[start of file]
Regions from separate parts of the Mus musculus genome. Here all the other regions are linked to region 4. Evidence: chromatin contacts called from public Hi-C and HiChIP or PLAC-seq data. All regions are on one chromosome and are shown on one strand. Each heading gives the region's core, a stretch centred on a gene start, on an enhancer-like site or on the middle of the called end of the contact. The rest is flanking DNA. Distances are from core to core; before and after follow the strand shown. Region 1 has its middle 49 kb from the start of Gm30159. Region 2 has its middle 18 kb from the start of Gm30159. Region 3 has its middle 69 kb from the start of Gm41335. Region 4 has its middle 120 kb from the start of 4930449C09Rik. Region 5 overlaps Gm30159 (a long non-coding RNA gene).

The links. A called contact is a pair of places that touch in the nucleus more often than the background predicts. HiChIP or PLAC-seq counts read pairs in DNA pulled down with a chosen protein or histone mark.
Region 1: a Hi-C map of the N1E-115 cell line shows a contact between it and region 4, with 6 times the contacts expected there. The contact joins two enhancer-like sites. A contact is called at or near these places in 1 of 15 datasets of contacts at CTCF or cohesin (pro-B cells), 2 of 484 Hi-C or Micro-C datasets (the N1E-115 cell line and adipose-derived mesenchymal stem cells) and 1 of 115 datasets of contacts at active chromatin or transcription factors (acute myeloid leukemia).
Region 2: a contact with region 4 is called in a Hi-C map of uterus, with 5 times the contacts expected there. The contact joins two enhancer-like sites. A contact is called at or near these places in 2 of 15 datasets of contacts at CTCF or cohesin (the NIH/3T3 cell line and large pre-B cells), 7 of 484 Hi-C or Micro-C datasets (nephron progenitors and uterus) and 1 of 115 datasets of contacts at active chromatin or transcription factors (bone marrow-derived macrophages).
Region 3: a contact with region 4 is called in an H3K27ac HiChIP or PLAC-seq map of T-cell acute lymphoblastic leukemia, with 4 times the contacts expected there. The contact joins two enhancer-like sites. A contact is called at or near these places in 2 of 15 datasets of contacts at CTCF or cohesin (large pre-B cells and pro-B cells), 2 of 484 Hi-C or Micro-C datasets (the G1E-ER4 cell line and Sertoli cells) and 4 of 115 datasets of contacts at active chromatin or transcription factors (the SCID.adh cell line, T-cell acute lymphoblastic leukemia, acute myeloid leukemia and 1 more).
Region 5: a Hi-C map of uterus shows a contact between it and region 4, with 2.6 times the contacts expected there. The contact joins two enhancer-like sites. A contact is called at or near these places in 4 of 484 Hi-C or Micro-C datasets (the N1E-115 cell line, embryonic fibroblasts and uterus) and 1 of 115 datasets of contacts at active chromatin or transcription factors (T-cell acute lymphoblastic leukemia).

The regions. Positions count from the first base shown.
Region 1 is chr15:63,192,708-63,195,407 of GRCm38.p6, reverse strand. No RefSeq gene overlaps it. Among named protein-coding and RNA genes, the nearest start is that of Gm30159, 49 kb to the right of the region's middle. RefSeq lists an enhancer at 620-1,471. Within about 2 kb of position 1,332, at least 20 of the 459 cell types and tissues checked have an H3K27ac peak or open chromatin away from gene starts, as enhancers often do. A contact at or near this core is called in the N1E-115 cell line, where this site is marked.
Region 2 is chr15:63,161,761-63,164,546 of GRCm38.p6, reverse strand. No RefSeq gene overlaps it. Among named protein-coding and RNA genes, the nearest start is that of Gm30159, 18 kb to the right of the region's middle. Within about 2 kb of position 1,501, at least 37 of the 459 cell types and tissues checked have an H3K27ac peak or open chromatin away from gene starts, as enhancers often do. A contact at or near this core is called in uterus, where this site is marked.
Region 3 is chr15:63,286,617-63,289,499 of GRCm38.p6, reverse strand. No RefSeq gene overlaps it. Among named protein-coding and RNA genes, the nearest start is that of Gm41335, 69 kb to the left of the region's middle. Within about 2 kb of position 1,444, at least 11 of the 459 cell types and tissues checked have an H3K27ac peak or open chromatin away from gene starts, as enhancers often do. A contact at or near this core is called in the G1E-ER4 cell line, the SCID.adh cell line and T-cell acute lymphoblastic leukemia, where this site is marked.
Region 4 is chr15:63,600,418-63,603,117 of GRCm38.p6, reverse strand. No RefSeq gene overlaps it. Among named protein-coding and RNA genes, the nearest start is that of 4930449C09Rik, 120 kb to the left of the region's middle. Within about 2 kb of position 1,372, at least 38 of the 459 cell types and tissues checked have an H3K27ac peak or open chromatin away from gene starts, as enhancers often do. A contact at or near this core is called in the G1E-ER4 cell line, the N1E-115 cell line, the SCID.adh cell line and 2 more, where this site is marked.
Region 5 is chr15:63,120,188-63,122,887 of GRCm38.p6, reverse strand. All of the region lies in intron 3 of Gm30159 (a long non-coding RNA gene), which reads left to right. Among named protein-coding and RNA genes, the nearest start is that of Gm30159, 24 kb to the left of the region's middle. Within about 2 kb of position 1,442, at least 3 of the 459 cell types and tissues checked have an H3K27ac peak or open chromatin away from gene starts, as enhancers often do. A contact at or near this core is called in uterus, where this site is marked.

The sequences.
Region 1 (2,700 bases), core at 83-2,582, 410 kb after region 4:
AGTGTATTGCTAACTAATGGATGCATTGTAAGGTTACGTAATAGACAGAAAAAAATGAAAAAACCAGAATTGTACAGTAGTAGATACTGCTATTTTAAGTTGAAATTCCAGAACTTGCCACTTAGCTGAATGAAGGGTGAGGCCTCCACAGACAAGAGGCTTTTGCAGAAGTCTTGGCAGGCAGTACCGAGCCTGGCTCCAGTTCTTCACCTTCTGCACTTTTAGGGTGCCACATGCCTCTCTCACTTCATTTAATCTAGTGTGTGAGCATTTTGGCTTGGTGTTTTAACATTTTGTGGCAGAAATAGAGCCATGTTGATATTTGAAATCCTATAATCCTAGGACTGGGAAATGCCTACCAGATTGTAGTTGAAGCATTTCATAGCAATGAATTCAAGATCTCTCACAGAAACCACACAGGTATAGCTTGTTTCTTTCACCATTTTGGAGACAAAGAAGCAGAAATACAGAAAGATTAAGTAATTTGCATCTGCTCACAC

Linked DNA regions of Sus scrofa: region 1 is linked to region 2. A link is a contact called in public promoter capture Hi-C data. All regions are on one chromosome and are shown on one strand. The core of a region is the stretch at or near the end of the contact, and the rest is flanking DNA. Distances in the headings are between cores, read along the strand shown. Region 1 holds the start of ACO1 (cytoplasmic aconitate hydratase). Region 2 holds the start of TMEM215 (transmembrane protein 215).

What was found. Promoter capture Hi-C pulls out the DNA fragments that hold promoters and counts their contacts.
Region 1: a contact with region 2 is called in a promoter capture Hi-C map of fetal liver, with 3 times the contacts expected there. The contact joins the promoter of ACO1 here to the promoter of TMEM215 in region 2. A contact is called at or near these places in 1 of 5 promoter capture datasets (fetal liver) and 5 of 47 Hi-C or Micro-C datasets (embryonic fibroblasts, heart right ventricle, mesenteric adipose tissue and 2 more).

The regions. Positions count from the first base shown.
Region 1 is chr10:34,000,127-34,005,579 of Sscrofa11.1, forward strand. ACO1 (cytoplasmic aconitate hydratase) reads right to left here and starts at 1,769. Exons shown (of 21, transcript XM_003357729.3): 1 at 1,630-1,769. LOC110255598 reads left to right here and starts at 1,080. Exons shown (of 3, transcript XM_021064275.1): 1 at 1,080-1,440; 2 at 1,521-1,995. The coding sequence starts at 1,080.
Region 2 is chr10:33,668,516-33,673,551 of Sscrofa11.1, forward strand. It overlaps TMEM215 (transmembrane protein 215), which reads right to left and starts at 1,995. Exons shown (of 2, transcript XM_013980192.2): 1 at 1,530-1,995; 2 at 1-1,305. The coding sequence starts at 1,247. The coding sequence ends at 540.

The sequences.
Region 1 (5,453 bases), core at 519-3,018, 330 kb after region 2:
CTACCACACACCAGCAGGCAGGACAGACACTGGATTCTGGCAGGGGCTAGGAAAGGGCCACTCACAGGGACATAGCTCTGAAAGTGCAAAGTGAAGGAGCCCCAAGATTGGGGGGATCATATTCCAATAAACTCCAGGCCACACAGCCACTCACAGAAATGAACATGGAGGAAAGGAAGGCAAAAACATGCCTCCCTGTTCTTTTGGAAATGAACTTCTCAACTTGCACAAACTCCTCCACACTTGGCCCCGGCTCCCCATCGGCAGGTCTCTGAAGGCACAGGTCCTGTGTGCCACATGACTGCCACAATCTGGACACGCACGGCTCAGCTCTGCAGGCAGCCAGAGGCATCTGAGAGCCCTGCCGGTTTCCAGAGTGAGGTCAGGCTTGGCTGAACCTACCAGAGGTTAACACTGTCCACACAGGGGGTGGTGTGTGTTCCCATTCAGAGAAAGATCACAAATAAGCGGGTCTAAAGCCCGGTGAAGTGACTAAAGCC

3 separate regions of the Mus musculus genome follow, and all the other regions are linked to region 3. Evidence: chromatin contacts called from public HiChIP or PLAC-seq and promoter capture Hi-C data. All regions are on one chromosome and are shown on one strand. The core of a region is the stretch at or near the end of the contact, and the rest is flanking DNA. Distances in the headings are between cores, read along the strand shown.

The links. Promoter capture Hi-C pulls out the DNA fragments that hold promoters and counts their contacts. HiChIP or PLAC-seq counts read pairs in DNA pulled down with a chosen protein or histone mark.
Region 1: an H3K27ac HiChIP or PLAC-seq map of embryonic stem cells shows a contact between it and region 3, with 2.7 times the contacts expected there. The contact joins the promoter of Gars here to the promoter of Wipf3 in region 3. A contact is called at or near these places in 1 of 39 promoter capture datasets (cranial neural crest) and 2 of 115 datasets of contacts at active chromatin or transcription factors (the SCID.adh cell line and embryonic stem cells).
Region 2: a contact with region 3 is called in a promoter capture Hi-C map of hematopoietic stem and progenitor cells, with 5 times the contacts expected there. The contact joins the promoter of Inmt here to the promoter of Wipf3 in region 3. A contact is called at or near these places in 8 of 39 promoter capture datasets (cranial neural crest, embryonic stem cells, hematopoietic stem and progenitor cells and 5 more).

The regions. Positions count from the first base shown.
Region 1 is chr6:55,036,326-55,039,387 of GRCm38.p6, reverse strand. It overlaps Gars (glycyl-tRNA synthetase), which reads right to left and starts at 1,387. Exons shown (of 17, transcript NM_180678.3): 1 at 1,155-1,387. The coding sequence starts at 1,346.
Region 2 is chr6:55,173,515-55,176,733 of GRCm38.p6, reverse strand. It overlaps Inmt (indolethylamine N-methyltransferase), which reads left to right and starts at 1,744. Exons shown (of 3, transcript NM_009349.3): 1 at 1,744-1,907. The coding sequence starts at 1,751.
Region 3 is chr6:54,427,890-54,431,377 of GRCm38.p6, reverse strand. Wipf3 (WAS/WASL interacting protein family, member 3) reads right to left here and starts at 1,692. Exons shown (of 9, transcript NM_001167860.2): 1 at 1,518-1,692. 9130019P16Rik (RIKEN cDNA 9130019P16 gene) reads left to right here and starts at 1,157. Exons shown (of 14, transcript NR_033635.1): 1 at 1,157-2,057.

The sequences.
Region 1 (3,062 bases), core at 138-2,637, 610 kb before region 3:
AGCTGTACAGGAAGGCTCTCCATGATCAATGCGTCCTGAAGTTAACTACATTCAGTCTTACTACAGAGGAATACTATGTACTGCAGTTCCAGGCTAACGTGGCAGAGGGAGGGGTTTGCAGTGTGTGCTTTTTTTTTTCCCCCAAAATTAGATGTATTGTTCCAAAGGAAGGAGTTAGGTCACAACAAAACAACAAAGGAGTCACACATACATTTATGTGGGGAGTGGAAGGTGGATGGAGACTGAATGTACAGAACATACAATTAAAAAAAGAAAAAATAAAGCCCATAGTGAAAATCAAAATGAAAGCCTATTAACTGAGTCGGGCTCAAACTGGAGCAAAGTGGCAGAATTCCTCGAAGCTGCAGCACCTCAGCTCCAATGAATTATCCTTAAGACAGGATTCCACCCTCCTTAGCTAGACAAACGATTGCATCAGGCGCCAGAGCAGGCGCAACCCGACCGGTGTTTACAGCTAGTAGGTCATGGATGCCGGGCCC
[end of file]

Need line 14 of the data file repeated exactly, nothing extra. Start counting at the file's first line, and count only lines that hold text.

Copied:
Region 1 (2,700 bases), core at 83-2,582, 410 kb after region 4: